In 2011, there were 95 seniors from the area who attended the Career and Technical Education program offered by the Otsego Northern Catskill Board of Cooperative Educational Services at the Otsego Area Occupational Center in Milford. Of those students, 57 percent started college a couple of months after graduating and 35 percent already had a job by the time they graduated. The remaining 8 percent of graduates were evenly divided between those who had enlisted in the military and those who were still searching for employment.
Scott Conrade and John Gell, two seniors at Oneonta High School, are among the first students to attend the full-day engineering program being offered this year as part of CTE.
“We created a project for the Cooperstown Bat Company to hang their bats up on a wall,” Gell said. “We might get our names on a patent. That’s pretty cool. We wouldn’t get an opportunity for that just taking generic classes to fill up time.”
“Plus we’re taking 12 college credits here,” Conrade added. “We’re taking calculus from Syracuse University and two physics courses from SUNY Oneonta.”
“That saves you a lot of money,” Hudson Valley Community College admissions counselor David Sarnaki pointed out to Conrade and Gell.
Just moments before, the two students had been discussing HVCC with Sarnaki at the booth he was manning during the Career and College Day being held at the Otsego Area Occupational Center.
The director of the CTE program, Joseph Booan Jr., said that students in the program have an advantage over many other people who are just starting out in one of the trades.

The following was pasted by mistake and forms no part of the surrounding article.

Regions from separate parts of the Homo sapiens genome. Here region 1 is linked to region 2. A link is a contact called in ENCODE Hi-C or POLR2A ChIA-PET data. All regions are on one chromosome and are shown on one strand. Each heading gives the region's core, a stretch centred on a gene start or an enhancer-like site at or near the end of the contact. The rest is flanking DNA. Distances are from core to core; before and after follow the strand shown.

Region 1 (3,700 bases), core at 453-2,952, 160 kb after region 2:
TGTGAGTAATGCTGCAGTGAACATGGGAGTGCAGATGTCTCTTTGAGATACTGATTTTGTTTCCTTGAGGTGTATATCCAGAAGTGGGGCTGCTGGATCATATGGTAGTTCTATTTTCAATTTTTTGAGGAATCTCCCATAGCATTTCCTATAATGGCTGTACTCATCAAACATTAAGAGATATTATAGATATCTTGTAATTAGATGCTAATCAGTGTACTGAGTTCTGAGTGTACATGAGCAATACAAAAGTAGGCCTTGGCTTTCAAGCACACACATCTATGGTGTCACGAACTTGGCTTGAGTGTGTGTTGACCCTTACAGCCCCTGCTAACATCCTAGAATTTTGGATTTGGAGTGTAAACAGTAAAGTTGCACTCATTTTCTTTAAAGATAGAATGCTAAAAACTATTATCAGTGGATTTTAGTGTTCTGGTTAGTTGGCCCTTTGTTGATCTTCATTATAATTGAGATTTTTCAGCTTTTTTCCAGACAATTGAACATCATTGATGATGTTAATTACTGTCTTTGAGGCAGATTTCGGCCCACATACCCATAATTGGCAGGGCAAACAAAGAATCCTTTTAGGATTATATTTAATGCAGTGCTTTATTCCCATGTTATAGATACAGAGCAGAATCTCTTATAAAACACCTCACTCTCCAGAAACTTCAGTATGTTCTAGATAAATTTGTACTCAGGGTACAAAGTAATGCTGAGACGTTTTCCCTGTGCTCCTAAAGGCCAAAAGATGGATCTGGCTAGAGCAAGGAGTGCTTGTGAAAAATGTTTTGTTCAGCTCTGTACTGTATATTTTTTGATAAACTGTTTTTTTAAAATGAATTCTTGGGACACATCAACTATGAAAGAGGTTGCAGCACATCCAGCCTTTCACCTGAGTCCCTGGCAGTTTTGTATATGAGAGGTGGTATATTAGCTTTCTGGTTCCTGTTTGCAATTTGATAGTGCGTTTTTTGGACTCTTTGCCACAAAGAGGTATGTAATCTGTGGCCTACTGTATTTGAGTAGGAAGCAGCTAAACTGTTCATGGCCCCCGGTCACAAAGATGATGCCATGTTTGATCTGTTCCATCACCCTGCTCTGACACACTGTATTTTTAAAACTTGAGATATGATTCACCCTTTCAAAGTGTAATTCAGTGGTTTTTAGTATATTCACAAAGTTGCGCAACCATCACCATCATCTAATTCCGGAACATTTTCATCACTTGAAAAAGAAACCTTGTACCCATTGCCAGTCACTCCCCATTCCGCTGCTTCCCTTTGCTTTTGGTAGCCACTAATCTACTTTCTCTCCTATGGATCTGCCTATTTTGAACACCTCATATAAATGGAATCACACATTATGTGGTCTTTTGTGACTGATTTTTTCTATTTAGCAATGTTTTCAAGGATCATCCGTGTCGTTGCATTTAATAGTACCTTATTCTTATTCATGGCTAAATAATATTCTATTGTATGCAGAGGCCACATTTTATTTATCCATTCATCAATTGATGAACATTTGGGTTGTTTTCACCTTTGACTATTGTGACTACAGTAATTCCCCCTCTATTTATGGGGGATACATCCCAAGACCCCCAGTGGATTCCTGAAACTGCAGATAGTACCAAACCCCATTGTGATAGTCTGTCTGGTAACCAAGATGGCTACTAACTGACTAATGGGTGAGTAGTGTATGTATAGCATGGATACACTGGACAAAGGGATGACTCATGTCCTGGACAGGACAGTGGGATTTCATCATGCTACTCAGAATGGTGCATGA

“When they graduate they get a piece of paper based on an industry level exam that they’ve taken that demonstrates their proficiency,” Booan explained. “Let’s take welding. They can test right here for the New York State Department of Transportation welding certification exam. You don’t need a certification to go out to be a welder, but if you take that exam and pass it, you’re immediately eligible for employment at the state level. There’s more money in terms of job opportunities.”
Booan also encourages students to enroll in a CTE program even if they don’t think they want to work in that field.
“I don’t want to be a construction worker, but if I had it to do over again, I’d take building trades,” Booan admitted. “I want to know how to fix my toilet. I want to know how to build a masonry wall. I’d liked to be able to build my own deck. I don’t want to do that as a career, but I want those life skills.”
The culinary arts instructor, Jody Albano, agreed that pursuing a CTE program helps people in life even if it’s not what they plan on doing as a career. It’s a point she likes to bring up to the fifth-, eighth- and 10-graders during their field trip to Otsego Area Occupational Center.
“I go around the room and ask them what they want to be,” Albano said. “They want to be a veterinarian. They want to be a doctor. I’m like, ‘OK, how many years are you going to be in school for that? Six years? Eight years? What are you going to do to support yourself from 17 until the time you’re 30? You’re going to have to work in a restaurant. You’re going to have to bus tables.’”
Albano is part of the business advisory board that meets during the school year with BOCES Superintendent Nick Savin. The board is made up of business owners and CTE instructors. Last week, the board’s task was to inform Savin of advances that were happening in their field of expertise so BOCES could make appropriate changes to the CTE curriculum or equipment.
Booan encourages any business leaders from the area interested in joining CTE’s business advisory board to contact him at 286-7715. To learn more about CTE, visit oncboces.org.